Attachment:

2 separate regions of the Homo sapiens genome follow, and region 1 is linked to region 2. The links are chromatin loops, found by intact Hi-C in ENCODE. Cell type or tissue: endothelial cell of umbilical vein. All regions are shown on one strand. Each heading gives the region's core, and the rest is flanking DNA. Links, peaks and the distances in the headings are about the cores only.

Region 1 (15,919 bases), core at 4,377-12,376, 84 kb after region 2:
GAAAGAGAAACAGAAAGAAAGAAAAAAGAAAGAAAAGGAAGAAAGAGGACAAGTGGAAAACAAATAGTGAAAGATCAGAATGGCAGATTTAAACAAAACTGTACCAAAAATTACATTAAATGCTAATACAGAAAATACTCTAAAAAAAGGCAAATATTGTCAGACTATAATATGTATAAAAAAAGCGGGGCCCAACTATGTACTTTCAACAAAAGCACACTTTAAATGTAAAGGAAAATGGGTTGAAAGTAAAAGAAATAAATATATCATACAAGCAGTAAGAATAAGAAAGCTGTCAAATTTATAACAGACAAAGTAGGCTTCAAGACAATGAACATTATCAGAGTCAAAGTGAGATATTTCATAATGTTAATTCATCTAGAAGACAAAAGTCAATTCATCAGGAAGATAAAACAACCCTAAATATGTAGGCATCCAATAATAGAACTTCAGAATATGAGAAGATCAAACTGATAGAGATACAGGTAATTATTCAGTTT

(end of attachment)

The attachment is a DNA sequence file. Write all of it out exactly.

2 separate regions of the Homo sapiens genome follow, and region 1 is linked to region 2. The links are chromatin loops, found by intact Hi-C in ENCODE. Cell type or tissue: endothelial cell of umbilical vein. All regions are shown on one strand. Each heading gives the region's core, and the rest is flanking DNA. Links, peaks and the distances in the headings are about the cores only.

Region 1 (15,919 bases), core at 4,377-12,376, 84 kb after region 2:
GAAAGAGAAACAGAAAGAAAGAAAAAAGAAAGAAAAGGAAGAAAGAGGACAAGTGGAAAACAAATAGTGAAAGATCAGAATGGCAGATTTAAACAAAACTGTACCAAAAATTACATTAAATGCTAATACAGAAAATACTCTAAAAAAAGGCAAATATTGTCAGACTATAATATGTATAAAAAAAGCGGGGCCCAACTATGTACTTTCAACAAAAGCACACTTTAAATGTAAAGGAAAATGGGTTGAAAGTAAAAGAAATAAATATATCATACAAGCAGTAAGAATAAGAAAGCTGTCAAATTTATAACAGACAAAGTAGGCTTCAAGACAATGAACATTATCAGAGTCAAAGTGAGATATTTCATAATGTTAATTCATCTAGAAGACAAAAGTCAATTCATCAGGAAGATAAAACAACCCTAAATATGTAGGCATCCAATAATAGAACTTCAGAATATGAGAAGATCAAACTGATAGAGATACAGGTAATTATTCAGTTT